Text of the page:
Be Prepared – Be BearSmart
Being BearSmart is a particular concern from mid-July into the fall, bears can be found in diﬀerent habitats in search of food. This includes digging for roots in shrubby or alpine habitats, eating insects in forests and bogs, and looking for berries in mixed and open forest habitats (Munro et al., 2006). Bears are therefore moving around a lot, and can be so preoccupied with finding food they don’t immediately notice people or can come into work sites, farms, communities, and homes—particularly if possible food sources are improperly stored or garbage is left out.
Cleaning up and storing food attractants properly in bear country will help minimize encounters.
If you do happen to encounter a bear, Bear Spray is a good thing to keep with and keep handy.
What is bear spray? Bear spray normally contains three items: varying concentrations of capsaicin—the active chemical found in chili peppers— an oil base and propellant. A typical 225 gram can has 5-6 one second bursts, with a shelf life of up to 3 years.
How does it work? The effective range of bear spray is typically 3—5 meters. When the cloud of spray come into contact with the bear it causes irritation to the eyes, nose and mouth. The sound and sight of the spray coming out of the can may also help deter the bear. The immediate effect of spray is to deter the bear, whether it is approaching you or standing there.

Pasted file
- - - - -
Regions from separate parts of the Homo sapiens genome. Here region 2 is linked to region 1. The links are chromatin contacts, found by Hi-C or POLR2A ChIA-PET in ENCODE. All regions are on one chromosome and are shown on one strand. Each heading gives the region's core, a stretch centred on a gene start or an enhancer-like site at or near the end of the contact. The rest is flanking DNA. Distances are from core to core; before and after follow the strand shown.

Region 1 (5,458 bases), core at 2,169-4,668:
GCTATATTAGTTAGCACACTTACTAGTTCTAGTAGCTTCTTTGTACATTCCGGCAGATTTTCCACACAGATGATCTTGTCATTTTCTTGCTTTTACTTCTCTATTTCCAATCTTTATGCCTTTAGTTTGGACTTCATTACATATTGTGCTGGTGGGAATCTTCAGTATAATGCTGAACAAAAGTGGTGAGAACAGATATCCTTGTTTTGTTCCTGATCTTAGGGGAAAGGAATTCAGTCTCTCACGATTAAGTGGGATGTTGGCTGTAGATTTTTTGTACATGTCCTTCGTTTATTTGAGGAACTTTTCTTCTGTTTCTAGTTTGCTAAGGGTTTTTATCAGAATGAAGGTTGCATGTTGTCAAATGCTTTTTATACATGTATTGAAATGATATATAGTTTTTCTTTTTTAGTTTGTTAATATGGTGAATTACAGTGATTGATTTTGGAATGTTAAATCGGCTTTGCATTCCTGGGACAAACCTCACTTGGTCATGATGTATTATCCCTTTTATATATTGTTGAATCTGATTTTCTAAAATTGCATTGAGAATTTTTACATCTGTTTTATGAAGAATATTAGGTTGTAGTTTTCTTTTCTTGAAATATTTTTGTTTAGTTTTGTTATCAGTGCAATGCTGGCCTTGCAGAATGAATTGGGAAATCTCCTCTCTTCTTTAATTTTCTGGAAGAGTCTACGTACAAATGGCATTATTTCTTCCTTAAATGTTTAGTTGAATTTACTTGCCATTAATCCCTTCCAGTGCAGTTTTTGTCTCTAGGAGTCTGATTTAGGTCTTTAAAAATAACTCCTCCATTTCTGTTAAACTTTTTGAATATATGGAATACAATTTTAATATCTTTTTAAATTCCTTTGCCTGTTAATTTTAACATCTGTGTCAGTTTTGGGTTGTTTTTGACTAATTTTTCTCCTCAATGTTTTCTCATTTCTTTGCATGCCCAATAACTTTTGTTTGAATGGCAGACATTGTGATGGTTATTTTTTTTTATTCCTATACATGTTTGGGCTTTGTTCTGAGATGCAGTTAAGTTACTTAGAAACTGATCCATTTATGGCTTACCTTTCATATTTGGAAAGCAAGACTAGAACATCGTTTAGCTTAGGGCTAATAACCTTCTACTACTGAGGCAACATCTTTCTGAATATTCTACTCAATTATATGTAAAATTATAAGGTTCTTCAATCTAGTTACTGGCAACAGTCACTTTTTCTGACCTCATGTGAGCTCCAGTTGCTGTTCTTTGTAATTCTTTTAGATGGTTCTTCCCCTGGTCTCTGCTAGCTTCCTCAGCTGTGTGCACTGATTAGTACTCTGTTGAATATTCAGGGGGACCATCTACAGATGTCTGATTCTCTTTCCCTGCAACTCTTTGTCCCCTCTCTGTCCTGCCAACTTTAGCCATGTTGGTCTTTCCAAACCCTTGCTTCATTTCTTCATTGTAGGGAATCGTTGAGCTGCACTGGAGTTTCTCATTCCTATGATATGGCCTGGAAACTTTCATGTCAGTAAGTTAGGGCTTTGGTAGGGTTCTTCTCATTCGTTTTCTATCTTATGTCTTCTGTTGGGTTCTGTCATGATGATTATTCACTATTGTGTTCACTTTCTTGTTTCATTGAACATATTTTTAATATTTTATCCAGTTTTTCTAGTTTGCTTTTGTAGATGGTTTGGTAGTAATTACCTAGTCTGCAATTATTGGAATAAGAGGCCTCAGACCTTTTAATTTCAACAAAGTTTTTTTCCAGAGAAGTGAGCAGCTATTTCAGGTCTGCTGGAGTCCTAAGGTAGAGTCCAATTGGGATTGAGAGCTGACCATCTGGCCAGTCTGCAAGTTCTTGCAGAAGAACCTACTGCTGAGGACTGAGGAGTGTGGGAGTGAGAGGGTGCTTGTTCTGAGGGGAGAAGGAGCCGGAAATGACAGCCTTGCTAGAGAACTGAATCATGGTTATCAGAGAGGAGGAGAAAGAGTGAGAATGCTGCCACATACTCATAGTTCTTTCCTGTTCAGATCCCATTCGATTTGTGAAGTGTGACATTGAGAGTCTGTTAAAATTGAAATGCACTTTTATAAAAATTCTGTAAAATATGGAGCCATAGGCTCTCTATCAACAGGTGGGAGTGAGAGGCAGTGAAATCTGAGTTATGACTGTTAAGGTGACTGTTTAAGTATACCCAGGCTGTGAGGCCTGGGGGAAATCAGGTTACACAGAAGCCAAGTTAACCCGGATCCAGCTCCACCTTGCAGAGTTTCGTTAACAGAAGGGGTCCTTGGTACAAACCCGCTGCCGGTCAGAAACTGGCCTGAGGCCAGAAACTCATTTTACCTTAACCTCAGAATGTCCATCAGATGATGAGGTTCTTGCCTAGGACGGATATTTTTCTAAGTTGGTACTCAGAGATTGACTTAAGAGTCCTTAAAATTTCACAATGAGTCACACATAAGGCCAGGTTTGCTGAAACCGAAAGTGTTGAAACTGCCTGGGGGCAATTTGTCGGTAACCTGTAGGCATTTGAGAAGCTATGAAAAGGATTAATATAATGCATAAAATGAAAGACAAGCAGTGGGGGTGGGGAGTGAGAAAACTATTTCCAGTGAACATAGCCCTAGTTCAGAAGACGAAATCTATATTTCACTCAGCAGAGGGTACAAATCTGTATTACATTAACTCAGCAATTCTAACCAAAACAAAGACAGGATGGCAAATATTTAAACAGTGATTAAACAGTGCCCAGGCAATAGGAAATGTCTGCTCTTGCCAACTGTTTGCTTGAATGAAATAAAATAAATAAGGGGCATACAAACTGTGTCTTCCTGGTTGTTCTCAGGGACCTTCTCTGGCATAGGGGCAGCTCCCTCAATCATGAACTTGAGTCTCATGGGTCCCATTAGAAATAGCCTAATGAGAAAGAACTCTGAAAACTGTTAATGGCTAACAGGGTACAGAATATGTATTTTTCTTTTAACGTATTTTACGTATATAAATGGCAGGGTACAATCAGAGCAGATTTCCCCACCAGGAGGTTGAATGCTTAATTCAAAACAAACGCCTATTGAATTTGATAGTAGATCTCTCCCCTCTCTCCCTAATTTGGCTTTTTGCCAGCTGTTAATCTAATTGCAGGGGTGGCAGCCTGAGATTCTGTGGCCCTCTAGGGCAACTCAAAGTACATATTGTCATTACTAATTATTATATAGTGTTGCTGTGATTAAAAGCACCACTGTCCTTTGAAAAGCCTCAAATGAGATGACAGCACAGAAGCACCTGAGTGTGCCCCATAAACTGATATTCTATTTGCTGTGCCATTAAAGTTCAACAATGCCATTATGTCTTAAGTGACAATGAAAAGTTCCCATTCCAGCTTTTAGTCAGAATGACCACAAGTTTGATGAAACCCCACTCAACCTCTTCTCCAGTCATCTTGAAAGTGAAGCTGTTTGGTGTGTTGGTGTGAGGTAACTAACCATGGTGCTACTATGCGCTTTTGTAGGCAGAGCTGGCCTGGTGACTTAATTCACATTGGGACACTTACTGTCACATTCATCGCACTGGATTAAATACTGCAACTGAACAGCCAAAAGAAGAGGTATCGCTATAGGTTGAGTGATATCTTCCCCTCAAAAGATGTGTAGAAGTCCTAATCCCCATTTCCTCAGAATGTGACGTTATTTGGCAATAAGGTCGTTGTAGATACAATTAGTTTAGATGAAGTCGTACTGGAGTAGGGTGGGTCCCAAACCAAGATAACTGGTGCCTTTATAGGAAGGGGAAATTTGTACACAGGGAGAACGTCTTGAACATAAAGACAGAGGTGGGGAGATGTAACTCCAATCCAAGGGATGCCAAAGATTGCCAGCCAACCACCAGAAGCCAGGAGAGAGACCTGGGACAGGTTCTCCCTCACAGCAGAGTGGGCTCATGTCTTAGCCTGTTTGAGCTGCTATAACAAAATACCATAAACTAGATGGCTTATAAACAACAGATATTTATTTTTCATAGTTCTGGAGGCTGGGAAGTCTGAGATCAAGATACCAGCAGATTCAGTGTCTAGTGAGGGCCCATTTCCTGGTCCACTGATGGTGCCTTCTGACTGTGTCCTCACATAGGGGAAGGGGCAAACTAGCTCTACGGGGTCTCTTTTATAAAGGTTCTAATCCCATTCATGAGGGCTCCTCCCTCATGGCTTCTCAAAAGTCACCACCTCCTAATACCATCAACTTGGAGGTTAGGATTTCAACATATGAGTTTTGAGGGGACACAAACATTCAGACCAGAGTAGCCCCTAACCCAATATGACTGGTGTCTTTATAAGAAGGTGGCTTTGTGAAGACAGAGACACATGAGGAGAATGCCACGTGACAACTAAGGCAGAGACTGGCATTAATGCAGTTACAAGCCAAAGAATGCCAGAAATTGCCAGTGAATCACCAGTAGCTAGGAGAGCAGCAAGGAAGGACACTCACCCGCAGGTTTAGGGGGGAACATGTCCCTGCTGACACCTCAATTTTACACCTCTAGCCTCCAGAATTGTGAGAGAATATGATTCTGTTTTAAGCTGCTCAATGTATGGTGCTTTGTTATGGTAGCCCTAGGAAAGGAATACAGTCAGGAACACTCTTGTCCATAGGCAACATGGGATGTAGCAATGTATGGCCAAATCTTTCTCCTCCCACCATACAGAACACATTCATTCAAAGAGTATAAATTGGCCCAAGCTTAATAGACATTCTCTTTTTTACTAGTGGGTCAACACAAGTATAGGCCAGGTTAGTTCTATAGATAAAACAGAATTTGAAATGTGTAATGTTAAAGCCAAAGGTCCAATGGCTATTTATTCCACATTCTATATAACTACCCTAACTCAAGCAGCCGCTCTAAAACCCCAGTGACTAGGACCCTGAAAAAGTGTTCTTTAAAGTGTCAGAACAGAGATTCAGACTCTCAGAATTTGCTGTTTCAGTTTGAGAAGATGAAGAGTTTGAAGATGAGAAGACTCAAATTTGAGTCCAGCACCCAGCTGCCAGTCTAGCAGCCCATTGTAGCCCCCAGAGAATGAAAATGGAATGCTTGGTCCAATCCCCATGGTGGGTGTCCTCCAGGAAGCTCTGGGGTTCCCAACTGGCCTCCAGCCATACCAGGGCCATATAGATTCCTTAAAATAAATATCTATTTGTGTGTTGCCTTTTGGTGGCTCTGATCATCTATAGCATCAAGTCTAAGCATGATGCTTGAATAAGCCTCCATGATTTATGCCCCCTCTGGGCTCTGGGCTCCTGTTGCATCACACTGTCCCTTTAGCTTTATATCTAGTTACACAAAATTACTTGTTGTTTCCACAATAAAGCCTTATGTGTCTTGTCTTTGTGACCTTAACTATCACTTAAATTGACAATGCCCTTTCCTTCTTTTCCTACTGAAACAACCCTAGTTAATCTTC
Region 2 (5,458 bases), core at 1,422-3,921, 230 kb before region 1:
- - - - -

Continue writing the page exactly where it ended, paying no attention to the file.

Tips for Avoiding Bear Encounters at Home, Work and Recreating:
- Keep your BBQ clean—bears will smell food residues left behind and come investigate!
- Securely store pet food indoors or in bear-proof containers. Same goes for garbage, recycling, or dead livestock!
- Clean up fruiting trees and shrubs, and don’t put out bird seed.
- Have a safety plan for kids playing outdoors—they should know what to do if they see a bear! Practice a “bear safety drills.”
- Keep your dog on leash—dogs can trigger unwanted and negative encounters with bears.
- Remember: bears are curious, intelligent animals—once they learn about a new food source, even if left unintentionally, they will return to it. Keep a clean camp/work/yard site to help keep bears in the forest!
Checklists before you go
Everyone forgets things so to keep things simple here are some checklists you can download and print before you go out in the woods to help ensure you’re as best prepared as you can be.
- Home & Garden Bear Safety (PDF – 136KB)
- Outdoor Recreation & Back-Country Camping (PDF – 364KB)
- Mountain Biking (PDF – 180KB)